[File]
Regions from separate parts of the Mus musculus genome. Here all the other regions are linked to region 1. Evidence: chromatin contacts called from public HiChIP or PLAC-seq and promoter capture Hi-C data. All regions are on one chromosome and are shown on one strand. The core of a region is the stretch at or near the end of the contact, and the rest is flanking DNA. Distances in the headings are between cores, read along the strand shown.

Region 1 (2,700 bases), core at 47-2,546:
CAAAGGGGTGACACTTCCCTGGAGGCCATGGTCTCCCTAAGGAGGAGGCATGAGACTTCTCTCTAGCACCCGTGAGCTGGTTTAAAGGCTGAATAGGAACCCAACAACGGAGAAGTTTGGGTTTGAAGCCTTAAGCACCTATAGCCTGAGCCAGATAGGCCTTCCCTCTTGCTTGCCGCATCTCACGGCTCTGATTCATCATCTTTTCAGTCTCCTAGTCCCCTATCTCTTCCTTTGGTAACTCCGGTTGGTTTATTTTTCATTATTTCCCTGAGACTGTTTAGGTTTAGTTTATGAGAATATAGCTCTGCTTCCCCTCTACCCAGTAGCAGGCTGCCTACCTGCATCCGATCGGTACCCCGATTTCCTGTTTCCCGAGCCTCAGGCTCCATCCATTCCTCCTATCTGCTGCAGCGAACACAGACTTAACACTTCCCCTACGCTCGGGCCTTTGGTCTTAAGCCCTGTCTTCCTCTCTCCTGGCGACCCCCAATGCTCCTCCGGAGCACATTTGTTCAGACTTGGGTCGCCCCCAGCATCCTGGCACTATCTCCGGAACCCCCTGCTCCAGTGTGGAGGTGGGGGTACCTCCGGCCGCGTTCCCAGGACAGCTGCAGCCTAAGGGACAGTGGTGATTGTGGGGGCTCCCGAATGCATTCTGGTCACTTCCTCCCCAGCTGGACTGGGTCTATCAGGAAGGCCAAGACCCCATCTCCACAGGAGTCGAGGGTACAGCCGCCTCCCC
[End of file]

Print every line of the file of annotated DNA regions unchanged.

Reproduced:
Regions from separate parts of the Mus musculus genome. Here all the other regions are linked to region 1. Evidence: chromatin contacts called from public HiChIP or PLAC-seq and promoter capture Hi-C data. All regions are on one chromosome and are shown on one strand. The core of a region is the stretch at or near the end of the contact, and the rest is flanking DNA. Distances in the headings are between cores, read along the strand shown.

Region 1 (2,700 bases), core at 47-2,546:
CAAAGGGGTGACACTTCCCTGGAGGCCATGGTCTCCCTAAGGAGGAGGCATGAGACTTCTCTCTAGCACCCGTGAGCTGGTTTAAAGGCTGAATAGGAACCCAACAACGGAGAAGTTTGGGTTTGAAGCCTTAAGCACCTATAGCCTGAGCCAGATAGGCCTTCCCTCTTGCTTGCCGCATCTCACGGCTCTGATTCATCATCTTTTCAGTCTCCTAGTCCCCTATCTCTTCCTTTGGTAACTCCGGTTGGTTTATTTTTCATTATTTCCCTGAGACTGTTTAGGTTTAGTTTATGAGAATATAGCTCTGCTTCCCCTCTACCCAGTAGCAGGCTGCCTACCTGCATCCGATCGGTACCCCGATTTCCTGTTTCCCGAGCCTCAGGCTCCATCCATTCCTCCTATCTGCTGCAGCGAACACAGACTTAACACTTCCCCTACGCTCGGGCCTTTGGTCTTAAGCCCTGTCTTCCTCTCTCCTGGCGACCCCCAATGCTCCTCCGGAGCACATTTGTTCAGACTTGGGTCGCCCCCAGCATCCTGGCACTATCTCCGGAACCCCCTGCTCCAGTGTGGAGGTGGGGGTACCTCCGGCCGCGTTCCCAGGACAGCTGCAGCCTAAGGGACAGTGGTGATTGTGGGGGCTCCCGAATGCATTCTGGTCACTTCCTCCCCAGCTGGACTGGGTCTATCAGGAAGGCCAAGACCCCATCTCCACAGGAGTCGAGGGTACAGCCGCCTCCCC